Japan is preparing the country’s first “cryptocurrency” criminal case
Mainichi reports that the Japanese police are investigating three people may be involved in kryptogamen. Assume that the suspects mainile Monero on other people's computers without the consent of the owners. If the police will formally press charges, this will be the first "cryptocurrency" criminal case in Japan.
The police claimed that this scheme worked in the fall of 2017. The case is being investigated in a number of prefectures, Central Japan. The suspects have already been fined 100,000 yen for illegal possession of a computer virus.
They insist on their innocence, saying that the program "spread the same way as Internet advertising".
The capitalization of the anonymous cryptocurrency Monero reaches $1.9 billion (according to Coinmarketcap). According to Japanese authorities, along with zcash for Monero and DASH, which also provide anonymity to its users, is a great tool for criminals, money launderers. Not so long ago under pressure from the financial services Agency of Japan (FSA) Monero has been removed from the stock exchange Coincheck, a victim of the largest-ever theft of cryptocurrency.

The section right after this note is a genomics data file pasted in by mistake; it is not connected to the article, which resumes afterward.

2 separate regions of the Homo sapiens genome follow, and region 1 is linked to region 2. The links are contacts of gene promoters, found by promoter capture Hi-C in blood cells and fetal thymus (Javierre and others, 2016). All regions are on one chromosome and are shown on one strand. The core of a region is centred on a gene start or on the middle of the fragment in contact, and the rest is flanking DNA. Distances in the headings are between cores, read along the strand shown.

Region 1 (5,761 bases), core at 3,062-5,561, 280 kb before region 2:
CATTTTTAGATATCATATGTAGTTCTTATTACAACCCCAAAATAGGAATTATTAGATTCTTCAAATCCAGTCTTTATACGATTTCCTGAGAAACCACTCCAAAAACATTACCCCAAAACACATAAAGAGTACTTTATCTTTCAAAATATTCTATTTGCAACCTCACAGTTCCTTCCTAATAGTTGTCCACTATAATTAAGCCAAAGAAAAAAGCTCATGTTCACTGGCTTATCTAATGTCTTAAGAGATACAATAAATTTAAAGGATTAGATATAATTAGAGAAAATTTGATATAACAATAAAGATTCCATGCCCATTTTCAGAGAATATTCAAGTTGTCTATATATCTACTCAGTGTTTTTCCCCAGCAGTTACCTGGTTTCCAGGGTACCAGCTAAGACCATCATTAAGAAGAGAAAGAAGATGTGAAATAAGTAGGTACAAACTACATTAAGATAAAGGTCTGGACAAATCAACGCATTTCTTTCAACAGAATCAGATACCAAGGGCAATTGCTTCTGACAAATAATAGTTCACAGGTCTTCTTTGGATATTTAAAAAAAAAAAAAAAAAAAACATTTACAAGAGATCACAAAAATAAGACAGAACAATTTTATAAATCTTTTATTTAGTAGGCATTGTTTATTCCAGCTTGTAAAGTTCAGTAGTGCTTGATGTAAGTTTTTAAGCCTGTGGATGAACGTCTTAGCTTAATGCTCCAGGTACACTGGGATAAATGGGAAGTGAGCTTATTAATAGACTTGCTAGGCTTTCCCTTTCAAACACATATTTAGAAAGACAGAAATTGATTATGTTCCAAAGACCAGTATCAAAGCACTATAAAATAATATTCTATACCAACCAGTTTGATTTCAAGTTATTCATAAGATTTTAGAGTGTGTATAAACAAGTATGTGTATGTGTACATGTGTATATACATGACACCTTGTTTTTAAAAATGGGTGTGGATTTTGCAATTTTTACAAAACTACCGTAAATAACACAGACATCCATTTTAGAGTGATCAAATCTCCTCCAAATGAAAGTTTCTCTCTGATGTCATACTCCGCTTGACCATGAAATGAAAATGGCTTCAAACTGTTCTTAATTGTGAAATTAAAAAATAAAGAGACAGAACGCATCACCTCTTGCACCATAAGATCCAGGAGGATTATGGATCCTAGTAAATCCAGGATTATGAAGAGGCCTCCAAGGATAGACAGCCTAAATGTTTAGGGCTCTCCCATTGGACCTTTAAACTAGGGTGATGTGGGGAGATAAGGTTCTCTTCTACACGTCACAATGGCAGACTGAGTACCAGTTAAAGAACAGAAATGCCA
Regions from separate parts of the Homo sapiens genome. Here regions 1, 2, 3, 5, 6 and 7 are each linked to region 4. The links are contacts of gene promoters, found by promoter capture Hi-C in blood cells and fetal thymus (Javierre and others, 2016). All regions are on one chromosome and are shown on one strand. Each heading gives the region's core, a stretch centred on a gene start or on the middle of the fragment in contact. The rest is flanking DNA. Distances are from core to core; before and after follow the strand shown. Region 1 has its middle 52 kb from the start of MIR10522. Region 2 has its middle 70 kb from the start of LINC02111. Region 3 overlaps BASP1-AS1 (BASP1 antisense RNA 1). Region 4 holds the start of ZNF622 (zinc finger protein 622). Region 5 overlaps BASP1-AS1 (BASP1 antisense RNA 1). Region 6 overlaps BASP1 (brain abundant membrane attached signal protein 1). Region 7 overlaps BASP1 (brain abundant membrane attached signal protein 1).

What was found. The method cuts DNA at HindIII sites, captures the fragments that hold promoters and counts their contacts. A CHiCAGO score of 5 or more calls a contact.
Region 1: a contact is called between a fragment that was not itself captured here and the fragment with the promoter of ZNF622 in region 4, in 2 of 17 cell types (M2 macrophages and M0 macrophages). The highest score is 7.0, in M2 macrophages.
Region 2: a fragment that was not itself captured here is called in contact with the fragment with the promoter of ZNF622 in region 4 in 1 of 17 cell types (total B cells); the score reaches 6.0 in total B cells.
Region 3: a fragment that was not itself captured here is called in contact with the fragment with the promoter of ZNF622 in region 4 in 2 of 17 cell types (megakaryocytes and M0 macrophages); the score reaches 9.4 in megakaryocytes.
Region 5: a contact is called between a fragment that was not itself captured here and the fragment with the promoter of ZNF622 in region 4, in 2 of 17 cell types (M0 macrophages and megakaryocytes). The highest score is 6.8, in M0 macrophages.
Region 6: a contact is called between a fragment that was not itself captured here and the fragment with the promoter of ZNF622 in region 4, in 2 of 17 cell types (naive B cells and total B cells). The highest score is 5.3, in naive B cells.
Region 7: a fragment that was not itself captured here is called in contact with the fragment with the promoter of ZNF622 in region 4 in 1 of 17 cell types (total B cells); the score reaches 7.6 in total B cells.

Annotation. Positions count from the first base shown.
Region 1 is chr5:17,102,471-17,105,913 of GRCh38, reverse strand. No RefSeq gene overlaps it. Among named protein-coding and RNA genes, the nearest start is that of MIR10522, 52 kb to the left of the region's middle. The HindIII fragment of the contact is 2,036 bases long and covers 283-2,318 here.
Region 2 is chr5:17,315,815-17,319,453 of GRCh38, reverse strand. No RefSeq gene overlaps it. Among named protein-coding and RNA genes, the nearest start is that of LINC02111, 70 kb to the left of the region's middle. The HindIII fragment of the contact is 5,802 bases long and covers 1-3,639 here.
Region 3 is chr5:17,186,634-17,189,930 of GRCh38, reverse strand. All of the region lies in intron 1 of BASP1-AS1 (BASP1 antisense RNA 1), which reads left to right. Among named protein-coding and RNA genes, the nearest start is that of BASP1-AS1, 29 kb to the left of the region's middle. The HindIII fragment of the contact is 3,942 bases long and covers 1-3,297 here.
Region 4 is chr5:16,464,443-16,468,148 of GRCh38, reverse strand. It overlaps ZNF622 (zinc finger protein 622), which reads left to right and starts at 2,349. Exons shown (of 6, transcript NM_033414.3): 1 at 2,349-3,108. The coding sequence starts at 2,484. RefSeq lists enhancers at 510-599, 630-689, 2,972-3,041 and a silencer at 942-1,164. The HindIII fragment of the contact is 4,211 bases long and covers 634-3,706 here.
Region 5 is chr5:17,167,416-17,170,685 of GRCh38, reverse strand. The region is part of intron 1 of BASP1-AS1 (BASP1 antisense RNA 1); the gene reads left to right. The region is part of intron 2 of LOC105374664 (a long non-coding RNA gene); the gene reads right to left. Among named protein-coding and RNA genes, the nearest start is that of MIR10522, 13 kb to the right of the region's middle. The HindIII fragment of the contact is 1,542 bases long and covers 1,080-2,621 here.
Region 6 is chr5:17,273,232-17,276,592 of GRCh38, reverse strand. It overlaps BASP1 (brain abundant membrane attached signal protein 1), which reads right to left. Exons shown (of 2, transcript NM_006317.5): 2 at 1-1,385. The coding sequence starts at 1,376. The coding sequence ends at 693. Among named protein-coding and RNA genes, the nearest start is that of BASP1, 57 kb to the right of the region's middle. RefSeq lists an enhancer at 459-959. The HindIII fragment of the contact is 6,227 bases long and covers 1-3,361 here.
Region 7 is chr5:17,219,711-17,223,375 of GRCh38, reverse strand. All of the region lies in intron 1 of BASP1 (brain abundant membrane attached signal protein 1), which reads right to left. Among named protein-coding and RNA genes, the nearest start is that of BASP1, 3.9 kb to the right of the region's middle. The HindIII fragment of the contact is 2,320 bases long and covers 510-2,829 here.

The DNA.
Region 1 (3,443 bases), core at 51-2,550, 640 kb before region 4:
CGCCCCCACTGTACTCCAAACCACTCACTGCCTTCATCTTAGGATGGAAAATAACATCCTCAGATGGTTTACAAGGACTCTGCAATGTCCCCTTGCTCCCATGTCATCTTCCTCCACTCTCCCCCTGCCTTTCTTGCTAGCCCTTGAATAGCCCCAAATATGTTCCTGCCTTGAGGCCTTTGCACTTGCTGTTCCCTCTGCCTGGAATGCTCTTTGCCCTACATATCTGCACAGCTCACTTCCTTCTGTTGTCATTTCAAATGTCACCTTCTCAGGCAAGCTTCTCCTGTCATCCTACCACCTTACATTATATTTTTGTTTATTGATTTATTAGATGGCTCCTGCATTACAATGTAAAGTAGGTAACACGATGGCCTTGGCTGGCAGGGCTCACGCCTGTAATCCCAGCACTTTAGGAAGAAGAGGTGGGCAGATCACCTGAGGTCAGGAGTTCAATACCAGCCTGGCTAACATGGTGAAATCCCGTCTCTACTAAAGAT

An important feature of Monero is that it can create on an ordinary home computer. Using this, the hackers installed on the computers of their victims malware that produces relatively unnoticed cryptocurrency (in favor of the attackers). For example, in March a flaw in one of the Linux applications has allowed hackers mined Monero on $75 000, and in may it was reported about malicious software, which is not only engaged in mining, but also leads to system crash when you try to delete it.
The suspects allegedly used in his activities of soft Coinhive designed for installation on websites and mining Monero at the expense of their visitors. This scheme itself is legitimate and is even used by UNICEF Australia to raise funds for charity projects. However, hackers use this way to personal enrichment and most importantly, without the consent of computer owners.
One of the companies on computer security reported that from January to March 2018 181 376 computers in Japan have launched software for mining without the knowledge of their owners, while over the same period 2017 of such cases was only 767.
Japanese authorities are counting on international help in solving this problem. In may, a senior representative of the Agency for financial services said:
Japan cannot deal with problem alone. To combat money laundering it is not enough to restrict the allowed operations to internal transfers or increase monitoring. It would be better if the countries Big twenty have taken the same steps to prevent criminal activity.